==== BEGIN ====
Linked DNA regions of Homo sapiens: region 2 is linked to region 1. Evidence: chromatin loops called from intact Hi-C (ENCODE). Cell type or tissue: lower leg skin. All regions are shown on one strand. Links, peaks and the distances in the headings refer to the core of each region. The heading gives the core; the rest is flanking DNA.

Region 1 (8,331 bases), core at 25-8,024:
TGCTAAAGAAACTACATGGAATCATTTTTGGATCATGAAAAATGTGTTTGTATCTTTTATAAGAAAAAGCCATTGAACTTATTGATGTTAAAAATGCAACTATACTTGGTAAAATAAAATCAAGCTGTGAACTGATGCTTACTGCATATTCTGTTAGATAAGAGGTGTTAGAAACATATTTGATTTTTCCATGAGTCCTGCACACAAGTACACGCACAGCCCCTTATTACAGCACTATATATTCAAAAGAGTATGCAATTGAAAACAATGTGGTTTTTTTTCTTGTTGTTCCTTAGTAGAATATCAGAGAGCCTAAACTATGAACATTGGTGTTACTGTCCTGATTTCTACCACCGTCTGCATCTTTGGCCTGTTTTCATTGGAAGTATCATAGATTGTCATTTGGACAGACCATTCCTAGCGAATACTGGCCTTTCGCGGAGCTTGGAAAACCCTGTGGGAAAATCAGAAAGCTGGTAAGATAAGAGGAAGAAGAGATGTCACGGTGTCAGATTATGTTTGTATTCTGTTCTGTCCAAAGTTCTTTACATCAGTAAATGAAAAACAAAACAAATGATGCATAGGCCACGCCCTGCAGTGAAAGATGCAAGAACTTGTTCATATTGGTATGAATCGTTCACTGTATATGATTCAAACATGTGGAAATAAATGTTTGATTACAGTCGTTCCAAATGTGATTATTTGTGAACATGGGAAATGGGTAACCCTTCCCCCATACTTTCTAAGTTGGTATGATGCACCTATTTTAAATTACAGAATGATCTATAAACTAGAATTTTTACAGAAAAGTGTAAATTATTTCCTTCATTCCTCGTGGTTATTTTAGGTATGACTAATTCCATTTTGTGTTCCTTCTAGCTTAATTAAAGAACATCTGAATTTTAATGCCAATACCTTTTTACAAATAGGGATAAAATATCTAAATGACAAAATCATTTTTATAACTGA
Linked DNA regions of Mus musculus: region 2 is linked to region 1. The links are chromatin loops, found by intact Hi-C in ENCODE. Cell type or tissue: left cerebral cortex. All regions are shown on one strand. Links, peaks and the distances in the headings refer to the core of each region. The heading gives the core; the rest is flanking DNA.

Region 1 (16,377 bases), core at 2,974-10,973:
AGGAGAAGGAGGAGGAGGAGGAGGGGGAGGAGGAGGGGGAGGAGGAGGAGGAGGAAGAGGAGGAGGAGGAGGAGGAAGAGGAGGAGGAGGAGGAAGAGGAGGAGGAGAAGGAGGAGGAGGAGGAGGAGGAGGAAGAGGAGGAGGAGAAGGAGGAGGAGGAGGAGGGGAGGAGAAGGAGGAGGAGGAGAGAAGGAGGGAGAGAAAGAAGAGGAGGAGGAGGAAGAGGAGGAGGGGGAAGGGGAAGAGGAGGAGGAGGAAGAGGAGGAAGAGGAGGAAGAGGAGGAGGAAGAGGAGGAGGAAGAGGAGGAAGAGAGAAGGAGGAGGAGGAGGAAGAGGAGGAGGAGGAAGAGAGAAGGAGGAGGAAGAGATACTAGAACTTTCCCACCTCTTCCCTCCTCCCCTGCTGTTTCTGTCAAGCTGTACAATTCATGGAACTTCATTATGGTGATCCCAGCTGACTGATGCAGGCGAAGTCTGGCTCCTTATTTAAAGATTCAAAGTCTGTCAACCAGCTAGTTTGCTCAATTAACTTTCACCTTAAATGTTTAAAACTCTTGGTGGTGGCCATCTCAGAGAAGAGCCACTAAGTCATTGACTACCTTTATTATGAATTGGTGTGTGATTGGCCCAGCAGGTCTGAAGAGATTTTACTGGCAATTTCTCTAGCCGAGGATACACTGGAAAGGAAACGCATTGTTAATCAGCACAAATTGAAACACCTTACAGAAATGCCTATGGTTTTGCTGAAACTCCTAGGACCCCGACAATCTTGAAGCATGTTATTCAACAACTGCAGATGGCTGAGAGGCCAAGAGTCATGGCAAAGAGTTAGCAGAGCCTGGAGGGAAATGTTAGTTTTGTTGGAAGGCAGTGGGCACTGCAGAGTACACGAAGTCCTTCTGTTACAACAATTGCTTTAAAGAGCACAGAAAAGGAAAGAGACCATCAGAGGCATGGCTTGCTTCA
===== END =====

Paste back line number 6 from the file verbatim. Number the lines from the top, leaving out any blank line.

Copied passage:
AGGAGAAGGAGGAGGAGGAGGAGGGGGAGGAGGAGGGGGAGGAGGAGGAGGAGGAAGAGGAGGAGGAGGAGGAGGAAGAGGAGGAGGAGGAGGAAGAGGAGGAGGAGAAGGAGGAGGAGGAGGAGGAGGAGGAAGAGGAGGAGGAGAAGGAGGAGGAGGAGGAGGGGAGGAGAAGGAGGAGGAGGAGAGAAGGAGGGAGAGAAAGAAGAGGAGGAGGAGGAAGAGGAGGAGGGGGAAGGGGAAGAGGAGGAGGAGGAAGAGGAGGAAGAGGAGGAAGAGGAGGAGGAAGAGGAGGAGGAAGAGGAGGAAGAGAGAAGGAGGAGGAGGAGGAAGAGGAGGAGGAGGAAGAGAGAAGGAGGAGGAAGAGATACTAGAACTTTCCCACCTCTTCCCTCCTCCCCTGCTGTTTCTGTCAAGCTGTACAATTCATGGAACTTCATTATGGTGATCCCAGCTGACTGATGCAGGCGAAGTCTGGCTCCTTATTTAAAGATTCAAAGTCTGTCAACCAGCTAGTTTGCTCAATTAACTTTCACCTTAAATGTTTAAAACTCTTGGTGGTGGCCATCTCAGAGAAGAGCCACTAAGTCATTGACTACCTTTATTATGAATTGGTGTGTGATTGGCCCAGCAGGTCTGAAGAGATTTTACTGGCAATTTCTCTAGCCGAGGATACACTGGAAAGGAAACGCATTGTTAATCAGCACAAATTGAAACACCTTACAGAAATGCCTATGGTTTTGCTGAAACTCCTAGGACCCCGACAATCTTGAAGCATGTTATTCAACAACTGCAGATGGCTGAGAGGCCAAGAGTCATGGCAAAGAGTTAGCAGAGCCTGGAGGGAAATGTTAGTTTTGTTGGAAGGCAGTGGGCACTGCAGAGTACACGAAGTCCTTCTGTTACAACAATTGCTTTAAAGAGCACAGAAAAGGAAAGAGACCATCAGAGGCATGGCTTGCTTCA